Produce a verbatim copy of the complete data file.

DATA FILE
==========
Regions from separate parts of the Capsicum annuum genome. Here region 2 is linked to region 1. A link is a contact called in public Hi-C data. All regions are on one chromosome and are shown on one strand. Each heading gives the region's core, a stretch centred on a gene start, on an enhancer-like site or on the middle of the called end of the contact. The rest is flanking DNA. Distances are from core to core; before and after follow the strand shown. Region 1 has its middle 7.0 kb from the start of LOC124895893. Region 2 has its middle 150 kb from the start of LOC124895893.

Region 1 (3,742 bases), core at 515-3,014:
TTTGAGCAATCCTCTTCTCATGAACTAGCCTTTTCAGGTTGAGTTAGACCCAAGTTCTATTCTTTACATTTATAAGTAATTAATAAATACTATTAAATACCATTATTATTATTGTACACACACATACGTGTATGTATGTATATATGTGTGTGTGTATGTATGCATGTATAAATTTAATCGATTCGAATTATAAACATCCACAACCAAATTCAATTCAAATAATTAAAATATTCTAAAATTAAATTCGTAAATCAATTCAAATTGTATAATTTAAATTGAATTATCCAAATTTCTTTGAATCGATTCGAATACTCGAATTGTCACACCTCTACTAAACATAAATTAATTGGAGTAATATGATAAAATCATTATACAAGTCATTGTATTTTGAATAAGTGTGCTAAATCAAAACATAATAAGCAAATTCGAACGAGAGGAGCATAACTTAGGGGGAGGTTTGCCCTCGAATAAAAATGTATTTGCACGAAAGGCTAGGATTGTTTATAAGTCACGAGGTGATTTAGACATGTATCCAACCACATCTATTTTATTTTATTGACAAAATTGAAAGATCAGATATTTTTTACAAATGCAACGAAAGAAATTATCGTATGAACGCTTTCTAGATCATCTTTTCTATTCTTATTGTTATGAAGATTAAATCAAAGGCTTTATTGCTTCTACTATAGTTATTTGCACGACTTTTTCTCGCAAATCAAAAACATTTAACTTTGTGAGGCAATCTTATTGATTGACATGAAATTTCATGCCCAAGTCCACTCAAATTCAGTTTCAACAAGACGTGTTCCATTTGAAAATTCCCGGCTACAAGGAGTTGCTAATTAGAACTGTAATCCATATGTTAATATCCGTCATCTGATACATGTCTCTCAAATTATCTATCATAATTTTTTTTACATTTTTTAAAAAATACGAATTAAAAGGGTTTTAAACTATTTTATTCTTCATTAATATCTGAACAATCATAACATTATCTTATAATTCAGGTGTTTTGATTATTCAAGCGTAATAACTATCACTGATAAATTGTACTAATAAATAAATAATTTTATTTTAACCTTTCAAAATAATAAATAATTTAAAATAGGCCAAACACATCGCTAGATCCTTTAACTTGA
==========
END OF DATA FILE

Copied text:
Regions from separate parts of the Capsicum annuum genome. Here region 2 is linked to region 1. A link is a contact called in public Hi-C data. All regions are on one chromosome and are shown on one strand. Each heading gives the region's core, a stretch centred on a gene start, on an enhancer-like site or on the middle of the called end of the contact. The rest is flanking DNA. Distances are from core to core; before and after follow the strand shown. Region 1 has its middle 7.0 kb from the start of LOC124895893. Region 2 has its middle 150 kb from the start of LOC124895893.

Region 1 (3,742 bases), core at 515-3,014:
TTTGAGCAATCCTCTTCTCATGAACTAGCCTTTTCAGGTTGAGTTAGACCCAAGTTCTATTCTTTACATTTATAAGTAATTAATAAATACTATTAAATACCATTATTATTATTGTACACACACATACGTGTATGTATGTATATATGTGTGTGTGTATGTATGCATGTATAAATTTAATCGATTCGAATTATAAACATCCACAACCAAATTCAATTCAAATAATTAAAATATTCTAAAATTAAATTCGTAAATCAATTCAAATTGTATAATTTAAATTGAATTATCCAAATTTCTTTGAATCGATTCGAATACTCGAATTGTCACACCTCTACTAAACATAAATTAATTGGAGTAATATGATAAAATCATTATACAAGTCATTGTATTTTGAATAAGTGTGCTAAATCAAAACATAATAAGCAAATTCGAACGAGAGGAGCATAACTTAGGGGGAGGTTTGCCCTCGAATAAAAATGTATTTGCACGAAAGGCTAGGATTGTTTATAAGTCACGAGGTGATTTAGACATGTATCCAACCACATCTATTTTATTTTATTGACAAAATTGAAAGATCAGATATTTTTTACAAATGCAACGAAAGAAATTATCGTATGAACGCTTTCTAGATCATCTTTTCTATTCTTATTGTTATGAAGATTAAATCAAAGGCTTTATTGCTTCTACTATAGTTATTTGCACGACTTTTTCTCGCAAATCAAAAACATTTAACTTTGTGAGGCAATCTTATTGATTGACATGAAATTTCATGCCCAAGTCCACTCAAATTCAGTTTCAACAAGACGTGTTCCATTTGAAAATTCCCGGCTACAAGGAGTTGCTAATTAGAACTGTAATCCATATGTTAATATCCGTCATCTGATACATGTCTCTCAAATTATCTATCATAATTTTTTTTACATTTTTTAAAAAATACGAATTAAAAGGGTTTTAAACTATTTTATTCTTCATTAATATCTGAACAATCATAACATTATCTTATAATTCAGGTGTTTTGATTATTCAAGCGTAATAACTATCACTGATAAATTGTACTAATAAATAAATAATTTTATTTTAACCTTTCAAAATAATAAATAATTTAAAATAGGCCAAACACATCGCTAGATCCTTTAACTTGA